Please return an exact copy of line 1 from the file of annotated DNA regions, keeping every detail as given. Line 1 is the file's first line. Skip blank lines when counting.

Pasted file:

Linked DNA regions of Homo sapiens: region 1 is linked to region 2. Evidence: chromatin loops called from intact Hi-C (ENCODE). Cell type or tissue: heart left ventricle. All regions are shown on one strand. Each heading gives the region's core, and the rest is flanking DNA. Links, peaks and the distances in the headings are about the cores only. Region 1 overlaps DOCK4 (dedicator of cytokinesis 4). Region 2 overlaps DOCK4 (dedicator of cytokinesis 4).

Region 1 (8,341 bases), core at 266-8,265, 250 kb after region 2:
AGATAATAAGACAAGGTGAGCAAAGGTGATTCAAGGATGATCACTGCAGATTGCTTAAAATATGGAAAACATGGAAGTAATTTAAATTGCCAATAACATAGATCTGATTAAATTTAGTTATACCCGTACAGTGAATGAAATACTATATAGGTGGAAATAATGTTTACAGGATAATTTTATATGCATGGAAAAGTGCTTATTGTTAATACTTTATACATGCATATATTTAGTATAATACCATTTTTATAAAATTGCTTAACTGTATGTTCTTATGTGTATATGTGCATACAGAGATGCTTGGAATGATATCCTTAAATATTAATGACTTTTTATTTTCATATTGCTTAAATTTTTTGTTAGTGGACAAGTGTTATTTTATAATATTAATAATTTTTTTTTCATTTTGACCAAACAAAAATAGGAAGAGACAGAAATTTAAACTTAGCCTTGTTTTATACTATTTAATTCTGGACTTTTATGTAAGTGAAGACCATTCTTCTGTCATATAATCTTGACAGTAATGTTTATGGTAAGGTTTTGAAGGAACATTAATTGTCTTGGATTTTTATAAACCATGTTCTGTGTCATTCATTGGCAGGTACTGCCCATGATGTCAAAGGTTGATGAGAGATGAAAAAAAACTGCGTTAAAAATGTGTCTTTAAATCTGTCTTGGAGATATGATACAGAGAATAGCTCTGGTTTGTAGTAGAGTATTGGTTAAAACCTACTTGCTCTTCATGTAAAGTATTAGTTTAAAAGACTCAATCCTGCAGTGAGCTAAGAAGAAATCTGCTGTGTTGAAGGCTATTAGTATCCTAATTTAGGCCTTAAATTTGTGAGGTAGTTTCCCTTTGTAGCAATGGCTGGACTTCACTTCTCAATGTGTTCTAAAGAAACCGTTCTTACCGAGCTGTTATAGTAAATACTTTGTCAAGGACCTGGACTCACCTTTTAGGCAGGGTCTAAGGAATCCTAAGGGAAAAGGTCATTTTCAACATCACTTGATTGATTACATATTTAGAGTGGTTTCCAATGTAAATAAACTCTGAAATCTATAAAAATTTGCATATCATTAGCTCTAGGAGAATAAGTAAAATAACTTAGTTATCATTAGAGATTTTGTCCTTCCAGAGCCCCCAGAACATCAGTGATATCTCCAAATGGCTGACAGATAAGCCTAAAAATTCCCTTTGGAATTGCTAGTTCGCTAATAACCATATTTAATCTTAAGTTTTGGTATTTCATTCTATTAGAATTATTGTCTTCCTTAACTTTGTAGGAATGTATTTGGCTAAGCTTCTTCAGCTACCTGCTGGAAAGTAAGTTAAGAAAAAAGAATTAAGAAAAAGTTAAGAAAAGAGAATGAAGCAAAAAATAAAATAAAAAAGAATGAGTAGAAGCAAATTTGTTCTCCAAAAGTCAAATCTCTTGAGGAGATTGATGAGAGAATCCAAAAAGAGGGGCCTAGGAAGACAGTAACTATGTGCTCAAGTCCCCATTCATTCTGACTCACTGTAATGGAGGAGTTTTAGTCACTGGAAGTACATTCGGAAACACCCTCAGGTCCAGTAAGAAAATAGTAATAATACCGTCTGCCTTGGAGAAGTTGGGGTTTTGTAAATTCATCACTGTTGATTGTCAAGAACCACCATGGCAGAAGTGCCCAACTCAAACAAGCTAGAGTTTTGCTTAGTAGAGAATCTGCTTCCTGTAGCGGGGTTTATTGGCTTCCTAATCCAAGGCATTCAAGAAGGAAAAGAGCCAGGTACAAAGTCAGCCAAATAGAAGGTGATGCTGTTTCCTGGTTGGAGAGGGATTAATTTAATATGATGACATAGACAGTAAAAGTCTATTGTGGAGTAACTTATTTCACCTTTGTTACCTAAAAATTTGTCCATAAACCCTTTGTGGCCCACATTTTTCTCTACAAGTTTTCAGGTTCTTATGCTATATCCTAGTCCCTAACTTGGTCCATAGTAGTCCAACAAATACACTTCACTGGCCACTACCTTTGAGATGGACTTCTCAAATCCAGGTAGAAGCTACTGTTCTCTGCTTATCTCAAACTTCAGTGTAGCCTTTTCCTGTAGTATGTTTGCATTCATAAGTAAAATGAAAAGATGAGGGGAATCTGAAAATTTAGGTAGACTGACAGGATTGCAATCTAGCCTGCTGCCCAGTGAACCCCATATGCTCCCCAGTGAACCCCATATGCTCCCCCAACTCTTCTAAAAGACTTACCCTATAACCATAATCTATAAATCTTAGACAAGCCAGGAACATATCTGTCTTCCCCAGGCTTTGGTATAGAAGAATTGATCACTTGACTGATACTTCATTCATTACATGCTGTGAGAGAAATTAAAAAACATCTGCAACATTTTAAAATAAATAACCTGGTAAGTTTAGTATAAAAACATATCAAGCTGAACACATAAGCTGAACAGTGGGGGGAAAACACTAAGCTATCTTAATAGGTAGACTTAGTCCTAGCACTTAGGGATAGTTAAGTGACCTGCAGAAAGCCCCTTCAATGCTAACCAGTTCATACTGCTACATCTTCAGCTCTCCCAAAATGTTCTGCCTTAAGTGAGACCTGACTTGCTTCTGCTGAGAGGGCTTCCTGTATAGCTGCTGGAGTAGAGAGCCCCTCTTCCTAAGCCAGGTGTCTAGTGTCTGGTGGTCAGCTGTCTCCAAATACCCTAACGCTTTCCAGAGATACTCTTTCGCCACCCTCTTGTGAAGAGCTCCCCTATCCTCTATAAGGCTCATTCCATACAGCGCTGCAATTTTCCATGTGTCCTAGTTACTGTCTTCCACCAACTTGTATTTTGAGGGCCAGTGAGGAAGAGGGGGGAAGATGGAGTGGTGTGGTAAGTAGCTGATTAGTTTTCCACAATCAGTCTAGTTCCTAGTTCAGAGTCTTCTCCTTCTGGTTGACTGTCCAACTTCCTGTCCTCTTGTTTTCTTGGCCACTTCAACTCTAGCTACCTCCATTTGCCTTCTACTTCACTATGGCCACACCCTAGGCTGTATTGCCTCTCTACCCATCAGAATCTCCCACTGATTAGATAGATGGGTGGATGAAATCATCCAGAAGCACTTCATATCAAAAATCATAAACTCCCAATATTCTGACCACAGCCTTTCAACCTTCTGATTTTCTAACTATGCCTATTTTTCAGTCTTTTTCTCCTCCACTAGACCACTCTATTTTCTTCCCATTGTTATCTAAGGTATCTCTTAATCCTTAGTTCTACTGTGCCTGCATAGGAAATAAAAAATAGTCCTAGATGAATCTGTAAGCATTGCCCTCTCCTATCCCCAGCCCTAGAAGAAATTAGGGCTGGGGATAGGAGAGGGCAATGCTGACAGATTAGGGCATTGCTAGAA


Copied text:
Linked DNA regions of Homo sapiens: region 1 is linked to region 2. Evidence: chromatin loops called from intact Hi-C (ENCODE). Cell type or tissue: heart left ventricle. All regions are shown on one strand. Each heading gives the region's core, and the rest is flanking DNA. Links, peaks and the distances in the headings are about the cores only. Region 1 overlaps DOCK4 (dedicator of cytokinesis 4). Region 2 overlaps DOCK4 (dedicator of cytokinesis 4).